It has long been my belief that, just like ‘you are what you eat’, what you see affects how you feel. As an art buyer, this plays on my mind a lot.
I am always looking, searching for something new to stimulate and challenge me. On my travels through cyber-land, I am confronted by the good the bad and the airbrushed. It can be hard to harvest the truly great visuals without some collateral damage to your senses. Pop-ups, digital banners, luxury brands: all vying for your attention. Unattainable lifestyles served up inches from your eyes but so far from your reality.
Exposure to thousands of these images daily can leave us feeling hollow, anxious and inadequate. These symptoms are aggravated at times when we feel we lack control over the imagery we are being fed.
The Visual Diet campaign was born to empower people to take back control over their visual consumption by challenging the way we currently devour imagery and interact with social media.
What started off as a conversation between myself and art agency MTArt last year has grown into something much bigger for M&C Saatchi. It’s an issue we believe is profoundly important – not just in the creative industries but wider society, too.
The premise of Visual Diet is simple: look at more of the stuff that makes you feel good and restore some balance to your visual diet. Filter your social media feed. If it’s full of influencers flogging teeth whitener, Bali beach bums and plastic-enhanced selfies – and if that’s making you feel shit – then it’s time to do some unfollowing.
Every time you ‘like’ you’re telling the app to feed you more of that type of content and asking brands and users to create more of it. So, before you double tap, think – how is this making me feel?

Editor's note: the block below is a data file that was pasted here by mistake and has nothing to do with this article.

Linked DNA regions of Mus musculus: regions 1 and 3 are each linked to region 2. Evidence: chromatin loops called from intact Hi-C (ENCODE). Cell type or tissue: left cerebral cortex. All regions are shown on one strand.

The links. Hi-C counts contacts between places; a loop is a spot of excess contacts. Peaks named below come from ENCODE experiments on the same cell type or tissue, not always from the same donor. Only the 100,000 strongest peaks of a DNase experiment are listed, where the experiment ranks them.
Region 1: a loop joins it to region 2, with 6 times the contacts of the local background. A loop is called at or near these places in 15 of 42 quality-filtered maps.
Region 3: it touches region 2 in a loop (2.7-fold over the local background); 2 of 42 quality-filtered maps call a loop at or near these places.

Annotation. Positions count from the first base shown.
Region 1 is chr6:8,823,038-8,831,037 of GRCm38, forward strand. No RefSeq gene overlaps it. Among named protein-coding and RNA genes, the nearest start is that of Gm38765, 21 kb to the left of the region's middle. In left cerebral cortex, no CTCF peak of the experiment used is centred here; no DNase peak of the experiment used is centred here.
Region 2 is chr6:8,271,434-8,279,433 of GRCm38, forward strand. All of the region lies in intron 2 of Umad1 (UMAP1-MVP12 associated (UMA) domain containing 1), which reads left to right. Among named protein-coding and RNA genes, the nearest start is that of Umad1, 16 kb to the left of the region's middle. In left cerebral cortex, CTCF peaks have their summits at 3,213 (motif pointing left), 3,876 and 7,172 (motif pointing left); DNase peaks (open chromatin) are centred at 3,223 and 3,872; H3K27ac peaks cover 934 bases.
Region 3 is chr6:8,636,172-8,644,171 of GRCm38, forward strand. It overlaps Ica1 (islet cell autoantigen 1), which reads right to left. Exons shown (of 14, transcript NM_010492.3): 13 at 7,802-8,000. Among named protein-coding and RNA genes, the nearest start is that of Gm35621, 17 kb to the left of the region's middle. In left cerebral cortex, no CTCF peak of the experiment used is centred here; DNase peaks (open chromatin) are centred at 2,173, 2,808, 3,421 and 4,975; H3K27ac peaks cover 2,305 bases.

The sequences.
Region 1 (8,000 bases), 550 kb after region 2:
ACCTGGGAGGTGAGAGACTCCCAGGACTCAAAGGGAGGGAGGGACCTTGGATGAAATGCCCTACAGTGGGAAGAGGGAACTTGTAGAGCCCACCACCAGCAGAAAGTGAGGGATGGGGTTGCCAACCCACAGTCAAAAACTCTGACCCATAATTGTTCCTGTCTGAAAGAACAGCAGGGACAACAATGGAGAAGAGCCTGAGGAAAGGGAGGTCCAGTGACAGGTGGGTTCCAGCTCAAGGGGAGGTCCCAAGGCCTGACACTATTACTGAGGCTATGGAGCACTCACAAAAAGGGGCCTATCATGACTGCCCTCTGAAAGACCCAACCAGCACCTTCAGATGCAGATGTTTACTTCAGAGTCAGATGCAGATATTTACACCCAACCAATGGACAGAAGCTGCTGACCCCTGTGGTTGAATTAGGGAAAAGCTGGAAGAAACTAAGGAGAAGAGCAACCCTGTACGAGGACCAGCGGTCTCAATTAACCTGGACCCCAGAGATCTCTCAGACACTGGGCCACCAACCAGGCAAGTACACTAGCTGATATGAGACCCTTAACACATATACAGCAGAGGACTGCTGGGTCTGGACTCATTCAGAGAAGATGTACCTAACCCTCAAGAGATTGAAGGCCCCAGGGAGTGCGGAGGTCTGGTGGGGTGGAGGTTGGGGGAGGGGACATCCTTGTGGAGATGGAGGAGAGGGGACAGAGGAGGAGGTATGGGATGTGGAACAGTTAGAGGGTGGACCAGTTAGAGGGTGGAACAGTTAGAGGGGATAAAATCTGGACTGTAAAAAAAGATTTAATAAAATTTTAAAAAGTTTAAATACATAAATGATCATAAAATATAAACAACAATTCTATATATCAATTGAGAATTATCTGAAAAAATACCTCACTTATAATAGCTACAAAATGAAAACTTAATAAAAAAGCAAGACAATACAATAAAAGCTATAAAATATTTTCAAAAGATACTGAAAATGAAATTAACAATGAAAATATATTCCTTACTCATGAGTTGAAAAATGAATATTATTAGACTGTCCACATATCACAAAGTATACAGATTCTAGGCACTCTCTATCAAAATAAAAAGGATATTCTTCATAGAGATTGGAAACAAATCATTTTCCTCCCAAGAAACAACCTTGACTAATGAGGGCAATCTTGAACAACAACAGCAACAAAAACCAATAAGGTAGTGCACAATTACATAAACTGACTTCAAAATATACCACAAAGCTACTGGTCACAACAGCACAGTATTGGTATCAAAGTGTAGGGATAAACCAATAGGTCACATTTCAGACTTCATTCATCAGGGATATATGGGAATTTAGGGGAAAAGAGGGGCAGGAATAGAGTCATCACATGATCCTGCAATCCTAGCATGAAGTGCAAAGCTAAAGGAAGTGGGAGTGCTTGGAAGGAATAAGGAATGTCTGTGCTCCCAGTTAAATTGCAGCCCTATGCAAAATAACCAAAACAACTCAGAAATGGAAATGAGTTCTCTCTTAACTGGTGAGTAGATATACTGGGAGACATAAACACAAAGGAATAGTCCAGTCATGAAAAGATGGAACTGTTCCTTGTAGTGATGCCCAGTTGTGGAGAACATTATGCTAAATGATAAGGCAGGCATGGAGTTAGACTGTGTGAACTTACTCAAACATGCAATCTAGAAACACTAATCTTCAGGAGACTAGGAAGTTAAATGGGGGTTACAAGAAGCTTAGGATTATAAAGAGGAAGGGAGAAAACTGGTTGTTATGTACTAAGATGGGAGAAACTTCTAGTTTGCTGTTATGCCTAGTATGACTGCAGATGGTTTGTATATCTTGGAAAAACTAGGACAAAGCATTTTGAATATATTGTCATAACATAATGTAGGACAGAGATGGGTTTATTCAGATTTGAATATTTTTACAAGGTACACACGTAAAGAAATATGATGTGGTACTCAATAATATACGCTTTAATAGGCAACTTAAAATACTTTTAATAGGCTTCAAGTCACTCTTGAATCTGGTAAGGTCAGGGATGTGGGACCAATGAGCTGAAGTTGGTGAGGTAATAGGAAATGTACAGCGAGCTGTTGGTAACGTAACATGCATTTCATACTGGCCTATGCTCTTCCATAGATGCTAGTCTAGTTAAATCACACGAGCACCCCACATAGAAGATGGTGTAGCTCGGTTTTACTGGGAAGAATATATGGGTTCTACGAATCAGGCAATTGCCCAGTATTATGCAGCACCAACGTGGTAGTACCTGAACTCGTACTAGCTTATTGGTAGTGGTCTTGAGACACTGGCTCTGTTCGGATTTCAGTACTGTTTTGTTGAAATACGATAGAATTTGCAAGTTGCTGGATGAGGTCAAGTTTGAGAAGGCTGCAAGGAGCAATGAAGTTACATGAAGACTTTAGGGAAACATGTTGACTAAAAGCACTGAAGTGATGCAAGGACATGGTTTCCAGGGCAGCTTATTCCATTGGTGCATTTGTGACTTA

I have always believed in the healing power of art and photography; in its ability to transform our moods and transport us to a better headspace. Art is the cure; the antidote to visual sugar that leaves us feeling low but craving more.
The positive impact of art is widely regarded: with some doctors now prescribing visits to art galleries and museums, art therapy and apps like Moodrise, using visuals to make you feel better. The effect of colour on mood is also significant, forming the basis for alternative therapies like chromotherapy. These mood-enhancing properties are what prompts auction houses like Christie’s and Sotheby’s to regularly repaint their walls: “A blue motif for contemporary sales, for openness…. A moderately disharmonious colour is used for highly abstract work, to elicit feelings of creativity.” [Don Thompson, The Orange Balloon Dog, 2017].
To test this theory, I decided to conduct a visual experiment. Using AI technology we developed at M&C Saatchi, I wanted to observe how people engage with imagery when they think no one else is watching. Feeding the poster with a vast range of content and logging interactions from viewers facial expressions and online votes, the tech element scores each image with a positive or negative engagement mark. The experiment is still ongoing, but the results do indicate a strong positive correlation between colour, art and engagement.